Flutie's career at BU saw him become the all-time total offense leader in the game, surpassing the record of BYU's Jim McMahon. At a mere early doubters who questioned whether he was big enough to play in the big leagues of college football. Douglas S. Looney, resident college football expert at Sports Illustrated, wrote, "Little Flutie is far bigger than merely the best Eagle of all time. He's on the threshold of being the best New England college football player ever." And Tim Cohane, longtime sports editor of Look, and a football historian who has seen all the great ones going back more than half-a-century, added that Flutie is the most exciting New England player since Albie Booth of Yale in 1929-31. "Flutie," observes Looney "has three things going for him on the football field: spontaneity, brains, and optimism."
Flutie became the first quarterback to win the Heisman since Pat Sullivan in 1971. He gained national attention in 1984 when he quarterbacked the Eagles to victory in a high-scoring, back-and-forth game against the Miami Hurricanes. On the last play of the game, Flutie scrambled away from the defense and threw a Hail Mary pass that was caught in the end zone by Gerard Phelan, giving BC a 47-45 win. Although many people mistakenly think that play clinched the Heisman Trophy for Flutie, the voting was already completed before that game.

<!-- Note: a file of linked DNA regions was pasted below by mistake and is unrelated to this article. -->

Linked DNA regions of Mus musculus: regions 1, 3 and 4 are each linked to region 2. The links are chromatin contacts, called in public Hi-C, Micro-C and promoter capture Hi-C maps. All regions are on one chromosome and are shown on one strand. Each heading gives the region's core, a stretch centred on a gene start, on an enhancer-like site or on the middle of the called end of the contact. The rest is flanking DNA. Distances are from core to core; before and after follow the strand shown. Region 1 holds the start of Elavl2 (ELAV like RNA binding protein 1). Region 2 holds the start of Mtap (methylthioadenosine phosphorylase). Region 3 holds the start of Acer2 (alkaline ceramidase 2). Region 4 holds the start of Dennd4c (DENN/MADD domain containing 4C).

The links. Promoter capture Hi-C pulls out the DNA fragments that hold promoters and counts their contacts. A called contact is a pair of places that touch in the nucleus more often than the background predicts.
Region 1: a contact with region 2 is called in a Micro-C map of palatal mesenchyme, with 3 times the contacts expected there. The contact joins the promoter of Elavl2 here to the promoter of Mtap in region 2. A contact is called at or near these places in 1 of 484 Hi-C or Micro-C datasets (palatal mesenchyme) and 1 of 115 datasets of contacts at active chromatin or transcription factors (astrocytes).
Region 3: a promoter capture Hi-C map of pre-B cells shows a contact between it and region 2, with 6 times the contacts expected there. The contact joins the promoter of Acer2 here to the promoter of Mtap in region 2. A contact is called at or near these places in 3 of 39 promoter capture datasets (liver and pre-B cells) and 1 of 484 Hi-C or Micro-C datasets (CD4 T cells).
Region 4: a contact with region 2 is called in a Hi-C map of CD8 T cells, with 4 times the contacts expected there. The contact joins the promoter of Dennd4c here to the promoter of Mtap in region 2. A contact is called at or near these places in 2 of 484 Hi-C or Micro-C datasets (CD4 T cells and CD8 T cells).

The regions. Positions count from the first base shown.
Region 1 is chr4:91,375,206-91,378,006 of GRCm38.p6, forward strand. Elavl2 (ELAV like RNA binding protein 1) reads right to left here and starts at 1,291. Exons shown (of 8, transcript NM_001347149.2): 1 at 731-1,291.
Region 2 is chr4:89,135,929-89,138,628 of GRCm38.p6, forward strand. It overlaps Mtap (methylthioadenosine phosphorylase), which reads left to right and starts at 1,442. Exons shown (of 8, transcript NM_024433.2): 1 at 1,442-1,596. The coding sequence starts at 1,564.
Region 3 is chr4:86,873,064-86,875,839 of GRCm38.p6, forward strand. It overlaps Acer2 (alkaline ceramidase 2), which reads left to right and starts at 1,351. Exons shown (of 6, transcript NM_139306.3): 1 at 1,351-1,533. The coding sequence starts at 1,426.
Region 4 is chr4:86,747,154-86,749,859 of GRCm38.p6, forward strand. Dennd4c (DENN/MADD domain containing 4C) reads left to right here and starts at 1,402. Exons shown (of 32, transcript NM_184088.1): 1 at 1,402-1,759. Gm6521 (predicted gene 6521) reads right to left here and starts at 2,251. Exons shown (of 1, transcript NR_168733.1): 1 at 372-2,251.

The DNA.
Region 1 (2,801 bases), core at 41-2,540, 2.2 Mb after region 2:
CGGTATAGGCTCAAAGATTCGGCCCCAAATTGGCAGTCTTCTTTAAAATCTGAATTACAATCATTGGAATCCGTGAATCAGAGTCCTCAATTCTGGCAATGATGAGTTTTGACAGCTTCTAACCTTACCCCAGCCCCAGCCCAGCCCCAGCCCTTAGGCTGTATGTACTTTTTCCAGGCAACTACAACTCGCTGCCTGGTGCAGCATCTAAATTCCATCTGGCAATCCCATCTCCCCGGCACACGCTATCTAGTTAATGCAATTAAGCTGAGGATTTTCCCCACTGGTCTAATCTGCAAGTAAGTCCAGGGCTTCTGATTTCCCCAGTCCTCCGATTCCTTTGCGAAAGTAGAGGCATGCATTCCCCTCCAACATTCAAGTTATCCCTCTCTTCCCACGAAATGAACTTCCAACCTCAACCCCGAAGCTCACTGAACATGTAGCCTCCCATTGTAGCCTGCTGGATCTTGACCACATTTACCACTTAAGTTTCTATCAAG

Flutie left school as the NCAA’s all-time passing yardage leader with 10,579 yards and was a consensus All-America as a senior. He earned Player of the Year awards from UPI, Kodak, The Sporting News and the Maxwell Football Club.
Doug Flutie of Boston College was a runaway winner, his 678 first place votes and 2,240 points overall was the fifth highest total in Heisman Trophy history.
Doug Flutie Heisman Trophy Highlights